Essay

Invitation

By November 7, 2011 2 Comments
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Invitation

Mary Oliver

Oh do you have time
to linger
for just a little while
out of your busy

and very important day
for the goldfinches
that have gathered
in a field of thistles

for a musical battle,
to see who can sing
the highest note,
or the lowest,

or the most expressive of mirth,
or the most tender?
Their strong, blunt beaks
drink the air

as they strive
melodiously
not for your sake
and not for mine

and not for the sake of winning
but for sheer delight and gratitude—
believe us, they say,
it is a serious thing

just to be alive
on this fresh morning
in the broken world.
I beg of you,

do not walk by
without pausing
to attend to this
rather ridiculous performance.

It could mean something.
It could mean everything.
It could be what Rilke meant, when he wrote:
You must change your life.

(Source: Red Bird: Poems
Published by Beacon Press)

Mary Oliver is one of my favorite poets. Rainer Maria Rilke is too, so what’s not to love about an Oliver poem that references Rilke?

What resonates for me today is simply the sense of being invited. Depending on the context, receiving an invitation can be delightful or it can be burdensome.

The poem beckons the reader to discover delight in the sort of invitation that can initially seem like a burdensome interruption to a “busy and very important” day. Listening in on the vivacious birdsong, the poet tunes into the deeper reality present in the sights and sounds that can so easily function as background noise. Even a few moments of focused attention produce an awareness that will no doubt permeate the remainder of the day, maybe even permeate the way the rest of that day is lived.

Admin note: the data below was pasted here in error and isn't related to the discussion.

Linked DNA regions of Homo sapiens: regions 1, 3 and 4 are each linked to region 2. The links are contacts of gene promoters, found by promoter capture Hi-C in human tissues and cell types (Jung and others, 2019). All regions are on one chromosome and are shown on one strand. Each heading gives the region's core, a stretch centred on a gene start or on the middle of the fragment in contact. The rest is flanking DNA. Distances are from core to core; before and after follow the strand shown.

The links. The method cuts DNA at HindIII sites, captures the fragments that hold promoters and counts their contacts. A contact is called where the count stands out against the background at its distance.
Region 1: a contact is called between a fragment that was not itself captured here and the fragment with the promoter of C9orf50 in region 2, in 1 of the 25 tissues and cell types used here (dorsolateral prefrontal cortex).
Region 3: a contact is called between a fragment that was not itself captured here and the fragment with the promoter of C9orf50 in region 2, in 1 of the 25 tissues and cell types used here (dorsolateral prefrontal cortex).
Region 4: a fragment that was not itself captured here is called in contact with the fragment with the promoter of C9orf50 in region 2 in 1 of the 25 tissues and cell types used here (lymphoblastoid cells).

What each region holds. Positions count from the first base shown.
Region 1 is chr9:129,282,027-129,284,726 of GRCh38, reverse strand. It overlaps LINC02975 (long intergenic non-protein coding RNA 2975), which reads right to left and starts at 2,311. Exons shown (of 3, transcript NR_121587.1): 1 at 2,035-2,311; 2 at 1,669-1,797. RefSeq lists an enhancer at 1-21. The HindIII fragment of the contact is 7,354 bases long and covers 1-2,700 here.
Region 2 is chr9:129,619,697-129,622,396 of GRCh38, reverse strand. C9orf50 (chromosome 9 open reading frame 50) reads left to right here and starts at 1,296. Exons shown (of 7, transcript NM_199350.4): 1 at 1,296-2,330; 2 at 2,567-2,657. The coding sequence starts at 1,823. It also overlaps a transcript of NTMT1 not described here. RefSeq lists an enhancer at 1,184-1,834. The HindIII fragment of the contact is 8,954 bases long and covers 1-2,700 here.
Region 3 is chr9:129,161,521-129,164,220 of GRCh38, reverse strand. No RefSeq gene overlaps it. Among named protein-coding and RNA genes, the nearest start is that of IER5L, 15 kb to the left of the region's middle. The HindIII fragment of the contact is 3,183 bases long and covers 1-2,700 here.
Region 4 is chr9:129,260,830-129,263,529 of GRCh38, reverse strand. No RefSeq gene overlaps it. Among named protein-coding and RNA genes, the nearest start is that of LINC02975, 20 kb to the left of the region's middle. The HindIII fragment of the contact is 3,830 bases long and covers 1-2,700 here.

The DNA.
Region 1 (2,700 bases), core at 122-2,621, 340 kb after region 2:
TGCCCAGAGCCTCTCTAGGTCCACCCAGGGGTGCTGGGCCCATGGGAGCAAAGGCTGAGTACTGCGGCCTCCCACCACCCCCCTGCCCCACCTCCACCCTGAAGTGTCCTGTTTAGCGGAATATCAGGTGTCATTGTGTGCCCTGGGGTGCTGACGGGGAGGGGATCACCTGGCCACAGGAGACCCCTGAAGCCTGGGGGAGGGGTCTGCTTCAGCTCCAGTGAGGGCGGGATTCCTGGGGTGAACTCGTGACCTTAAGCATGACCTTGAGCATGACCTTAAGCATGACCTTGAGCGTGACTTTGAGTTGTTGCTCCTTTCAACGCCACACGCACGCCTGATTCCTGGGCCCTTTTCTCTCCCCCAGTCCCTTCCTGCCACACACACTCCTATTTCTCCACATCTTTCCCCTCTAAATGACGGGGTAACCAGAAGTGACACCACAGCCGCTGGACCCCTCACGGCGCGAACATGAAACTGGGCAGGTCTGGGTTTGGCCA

“not for your sake
and not for mine

and not for the sake of winning
but for sheer delight and gratitude—
believe us, they say,
it is a serious thing

just to be alive
on this fresh morning
in the broken world.”

The invitation to be a contributor to this blog felt both exciting and daunting. I wasn’t sure it was wise to say yes to another commitment. I’m sure other writers and readers can relate. What we say yes to, and what we say no to, will shape or be shaped by our convictions and priorities. In saying yes, I said yes to the hope of experiencing this commitment not as a burden but as an opportunity to reflect and share with others, “for sheer delight and gratitude.”

I hope that the practice of writing and reading in this conversation will help focus my attention on things in the everyday world around me, whether trivial or sublime, that invite me to delight, marvel, wonder, and respond. I hope this will be true for our readers as well.

 

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